Siân Lowri Griffiths

Siân Lowri Griffiths

School of Psychology
Research Fellow

Contact details

Address
School of Psychology
University of Birmingham
Edgbaston
Birmingham
B15 2TT
UK

Lowri is a Research Fellow at the School of Psychology working with Professor Rachel Upthegrove on a suicide prevention impact case study, and is also working on projects investigating the recognition and management of depression in early psychosis. Lowri was awarded a PhD in December 2018, looking into the predictors of functional outcome in first episode psychosis. 

Qualifications

  • PhD Psychology (2018), University of Birmingham
  • MSc Clinical Psychology, Bangor University
  • BSc (Hons) Clinical & Health Psychology, University of Wales, Bangor

Biography

After completing her MSc with distinction in Clinical Psychology at Bangor University, Lowri started working at the University of Birmingham in 2008 as a Research Associate. She has previously worked on a multi-centre trial looking at the effectiveness of a new cognitive therapy to prevent harmful compliance with command hallucinations, and later on the NIHR SUPEREDEN study, which aimed to provide the evidence base to develop the 'next generation' of early intervention in psychosis services. Alongside this work, Lowri completed a PhD under the supervision of Professor Stephen Wood and Professor Max Birchwood (NIHR portfolio study: Predictors of Functional Outcome in first episode psychosis: 2012 - 2014; UKCRN ID: 14396). Since submitting her PhD, Lowri has worked as a Research Fellow on the PRONIA study – a large European-funded study to develop a prognostic tool to predict mental health-related disability in young people, and has also been the lead lecturer for the ‘Adult Neuropsychological Syndromes’ final year psychology module. Lowri has been collaborating with the local mental health trust and West Midlands police to develop suicide prevention training with Professor Rachel Upthegrove, and is researching depression in early psychosis.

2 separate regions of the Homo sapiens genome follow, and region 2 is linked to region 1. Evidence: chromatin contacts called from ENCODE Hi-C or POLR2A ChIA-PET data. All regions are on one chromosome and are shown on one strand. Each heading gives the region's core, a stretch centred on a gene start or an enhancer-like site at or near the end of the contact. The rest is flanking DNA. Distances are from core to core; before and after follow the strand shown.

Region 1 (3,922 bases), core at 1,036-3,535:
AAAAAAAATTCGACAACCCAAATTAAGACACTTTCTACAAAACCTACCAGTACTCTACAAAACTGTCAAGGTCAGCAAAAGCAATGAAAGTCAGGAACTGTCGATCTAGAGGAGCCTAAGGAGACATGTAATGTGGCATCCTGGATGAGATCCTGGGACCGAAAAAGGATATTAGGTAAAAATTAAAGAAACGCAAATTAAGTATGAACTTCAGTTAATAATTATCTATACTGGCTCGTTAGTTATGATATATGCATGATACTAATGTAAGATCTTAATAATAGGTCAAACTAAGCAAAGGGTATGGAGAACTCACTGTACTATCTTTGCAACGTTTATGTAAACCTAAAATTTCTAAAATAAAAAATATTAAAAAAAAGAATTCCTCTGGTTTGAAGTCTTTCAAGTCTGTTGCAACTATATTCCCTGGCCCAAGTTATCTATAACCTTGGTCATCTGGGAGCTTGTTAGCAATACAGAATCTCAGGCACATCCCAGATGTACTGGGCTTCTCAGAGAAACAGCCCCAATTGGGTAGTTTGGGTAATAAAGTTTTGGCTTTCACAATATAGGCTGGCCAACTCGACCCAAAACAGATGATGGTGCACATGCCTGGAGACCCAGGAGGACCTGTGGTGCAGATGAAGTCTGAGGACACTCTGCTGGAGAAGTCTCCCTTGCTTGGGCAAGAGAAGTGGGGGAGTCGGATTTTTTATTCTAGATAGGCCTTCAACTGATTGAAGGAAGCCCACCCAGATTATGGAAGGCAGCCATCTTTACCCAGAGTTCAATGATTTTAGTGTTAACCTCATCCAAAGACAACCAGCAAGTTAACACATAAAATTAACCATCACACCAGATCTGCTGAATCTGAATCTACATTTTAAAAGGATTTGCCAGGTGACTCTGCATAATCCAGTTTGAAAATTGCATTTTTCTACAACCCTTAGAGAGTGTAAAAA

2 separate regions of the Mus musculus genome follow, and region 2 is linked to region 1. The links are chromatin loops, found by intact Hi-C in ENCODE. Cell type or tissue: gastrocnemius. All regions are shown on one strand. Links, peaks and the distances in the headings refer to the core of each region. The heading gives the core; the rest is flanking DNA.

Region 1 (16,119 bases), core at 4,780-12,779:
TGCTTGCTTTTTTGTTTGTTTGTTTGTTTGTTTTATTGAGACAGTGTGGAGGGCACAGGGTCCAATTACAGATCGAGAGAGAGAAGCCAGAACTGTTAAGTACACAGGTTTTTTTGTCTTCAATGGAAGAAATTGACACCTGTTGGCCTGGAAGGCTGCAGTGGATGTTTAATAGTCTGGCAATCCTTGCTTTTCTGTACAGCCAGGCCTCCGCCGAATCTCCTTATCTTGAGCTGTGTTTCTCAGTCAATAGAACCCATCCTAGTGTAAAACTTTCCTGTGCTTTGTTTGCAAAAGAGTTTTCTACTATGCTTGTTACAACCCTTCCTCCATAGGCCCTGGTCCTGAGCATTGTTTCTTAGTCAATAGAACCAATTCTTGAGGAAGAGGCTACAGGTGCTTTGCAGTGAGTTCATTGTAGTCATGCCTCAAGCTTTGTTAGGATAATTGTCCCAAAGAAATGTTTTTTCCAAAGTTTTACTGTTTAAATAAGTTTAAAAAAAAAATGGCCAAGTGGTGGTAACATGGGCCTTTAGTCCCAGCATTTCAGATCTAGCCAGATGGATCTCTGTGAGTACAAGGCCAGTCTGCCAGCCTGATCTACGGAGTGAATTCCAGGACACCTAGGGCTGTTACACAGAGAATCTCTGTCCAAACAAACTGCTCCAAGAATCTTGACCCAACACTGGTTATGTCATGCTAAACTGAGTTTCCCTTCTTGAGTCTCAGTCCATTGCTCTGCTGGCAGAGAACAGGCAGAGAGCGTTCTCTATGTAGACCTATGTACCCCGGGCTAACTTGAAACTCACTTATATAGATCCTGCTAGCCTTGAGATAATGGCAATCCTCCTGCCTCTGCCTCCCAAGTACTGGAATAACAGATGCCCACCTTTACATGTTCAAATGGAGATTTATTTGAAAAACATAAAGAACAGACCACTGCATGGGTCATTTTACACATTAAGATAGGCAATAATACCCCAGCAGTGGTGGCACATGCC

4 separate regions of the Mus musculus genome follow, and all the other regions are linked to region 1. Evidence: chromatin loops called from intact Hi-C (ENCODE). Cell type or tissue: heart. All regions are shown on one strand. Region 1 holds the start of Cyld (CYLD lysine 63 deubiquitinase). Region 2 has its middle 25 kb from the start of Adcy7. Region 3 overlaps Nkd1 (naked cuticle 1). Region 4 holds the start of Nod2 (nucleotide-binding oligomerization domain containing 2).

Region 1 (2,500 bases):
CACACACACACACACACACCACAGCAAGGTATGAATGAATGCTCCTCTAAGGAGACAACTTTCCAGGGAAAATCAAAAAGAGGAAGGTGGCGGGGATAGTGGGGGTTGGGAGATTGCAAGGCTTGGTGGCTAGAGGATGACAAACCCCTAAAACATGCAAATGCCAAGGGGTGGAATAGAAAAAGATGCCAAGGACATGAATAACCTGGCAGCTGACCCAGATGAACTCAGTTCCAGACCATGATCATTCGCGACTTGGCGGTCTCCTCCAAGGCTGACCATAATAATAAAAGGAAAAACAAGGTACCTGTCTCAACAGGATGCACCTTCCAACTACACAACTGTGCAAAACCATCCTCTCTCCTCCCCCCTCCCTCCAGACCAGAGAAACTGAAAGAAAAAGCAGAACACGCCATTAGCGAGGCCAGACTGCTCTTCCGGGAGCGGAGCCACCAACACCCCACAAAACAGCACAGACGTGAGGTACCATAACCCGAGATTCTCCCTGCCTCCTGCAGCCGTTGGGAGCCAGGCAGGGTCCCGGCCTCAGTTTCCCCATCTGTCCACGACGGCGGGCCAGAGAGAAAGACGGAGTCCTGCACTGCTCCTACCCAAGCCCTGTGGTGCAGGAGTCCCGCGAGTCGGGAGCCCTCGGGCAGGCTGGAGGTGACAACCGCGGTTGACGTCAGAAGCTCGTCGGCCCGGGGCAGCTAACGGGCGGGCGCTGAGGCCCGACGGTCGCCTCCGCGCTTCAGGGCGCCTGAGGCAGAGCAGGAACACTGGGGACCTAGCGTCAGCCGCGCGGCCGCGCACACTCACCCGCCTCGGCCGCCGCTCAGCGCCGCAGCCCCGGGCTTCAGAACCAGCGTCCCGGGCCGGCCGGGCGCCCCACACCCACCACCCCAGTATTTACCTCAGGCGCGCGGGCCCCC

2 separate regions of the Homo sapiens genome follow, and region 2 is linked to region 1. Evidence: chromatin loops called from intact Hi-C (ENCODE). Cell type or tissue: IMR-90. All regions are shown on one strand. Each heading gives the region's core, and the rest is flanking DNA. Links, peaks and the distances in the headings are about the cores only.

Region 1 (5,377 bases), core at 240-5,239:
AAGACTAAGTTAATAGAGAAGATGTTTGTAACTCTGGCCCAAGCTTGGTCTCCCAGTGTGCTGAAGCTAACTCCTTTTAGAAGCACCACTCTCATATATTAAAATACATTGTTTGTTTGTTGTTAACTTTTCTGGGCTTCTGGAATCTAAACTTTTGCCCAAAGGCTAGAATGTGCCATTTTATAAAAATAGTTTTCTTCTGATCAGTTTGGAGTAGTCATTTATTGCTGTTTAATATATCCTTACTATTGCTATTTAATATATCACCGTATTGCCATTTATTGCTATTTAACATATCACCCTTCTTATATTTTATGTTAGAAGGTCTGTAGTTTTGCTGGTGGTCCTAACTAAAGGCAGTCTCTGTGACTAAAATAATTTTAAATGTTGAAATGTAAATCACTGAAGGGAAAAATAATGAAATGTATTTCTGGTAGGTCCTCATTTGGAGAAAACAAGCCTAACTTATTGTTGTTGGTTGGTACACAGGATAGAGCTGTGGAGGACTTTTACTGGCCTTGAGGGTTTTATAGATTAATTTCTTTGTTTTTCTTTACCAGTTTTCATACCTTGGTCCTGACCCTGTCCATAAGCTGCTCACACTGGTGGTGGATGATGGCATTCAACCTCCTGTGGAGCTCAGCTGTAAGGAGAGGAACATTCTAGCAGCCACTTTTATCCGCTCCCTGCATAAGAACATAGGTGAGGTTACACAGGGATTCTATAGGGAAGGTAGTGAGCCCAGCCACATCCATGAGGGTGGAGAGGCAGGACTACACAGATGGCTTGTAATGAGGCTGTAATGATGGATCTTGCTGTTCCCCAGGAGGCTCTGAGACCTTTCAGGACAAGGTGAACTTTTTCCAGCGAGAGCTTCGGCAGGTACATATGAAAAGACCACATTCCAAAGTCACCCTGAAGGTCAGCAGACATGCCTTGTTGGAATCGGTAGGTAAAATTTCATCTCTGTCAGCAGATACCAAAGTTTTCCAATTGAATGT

Teaching

Previous module lead: Adult Neuropsychological Syndromes (Year 3 Module, School of Psychology).

Other Teaching Experience:

Intercalated BMedSci in Psychological Medicine and MBChB course (small group teaching); Postgraduate Diploma in Cognitive Behavioural Therapy (‘Attachment Across the Lifespan’ workshop facilitation); ‘Development of Attachment Behaviour’ undergraduate module (small group teaching). Health and Social Care Foundation Degree, Oxford Brookes University (guest lecturer).

Research

Research interests

Youth mental health; social functioning in first episode psychosis; suicide prevention; depression in psychosis; social cognition and neurocognition; fMRI; cognitive behavioural therapy; command hallucinations.

Publications

Griffiths, S.L. & Birchwood, M. (2019). Editorial: Vulnerability to Psychosocial Disability in Psychosis. Epidemiology and Psychiatric Sciences28(2): 140-145. https://doi.org/10.1017/S2045796018000495

Griffiths, S.L., Michail, M., Birchwood, M., (2012). Cognitive Theory and Therapy for Command Hallucinations. Journal of Experimental Psychopathology, 3(4): 537-551.

Conference Papers

S.L. Griffiths, R. Reniers, S. Wood & M. Birchwood (2018). The relationship between cognition and functional improvement in the context of a psychosocial intervention targeting social disability in first episode psychosis. Schizophrenia Research 44(1)

S.L. Griffiths, S. Wood, & M. Birchwood (2014). Social cognition and neurocognition as predictors of social and role functioning in first episode psychosis: a prospective follow-up study. Early Intervention in Psychiatry, 8: 145-145.

M. Birchwood, E. Peters, T. Wykes, N. Tarrier, S. Lewis, G. Dunn, L. Davies, H. Lester, M. Michail, S. L. Griffiths (2012). A Multicentre, Randomised Controlled Trial of Cognitive Therapy to Prevent Harmful Compliance with Command Hallucinations. Schizophrenia Research. 136 (1): 153. (*Poster award finalist – S.L. Griffiths).

M. Birchwood, E. Peters, T. Wykes, N. Tarrier, S. Lewis, G. Dunn, L. Davies, H. Lester, M. Michail, S. L. Griffiths (2010). A Multicentre, Randomised Controlled Trial of Cognitive Therapy to Prevent Harmful Compliance with Command Hallucinations. Early Intervention in Psychiatry, 4(1), 147.

S. L. Griffiths (May, 2008) Exploring the feasibility of Neurofeedback as a therapeutic tool. Proceedings of the British Psychological Society Welsh Branch Annual Student Conference, Bangor University.

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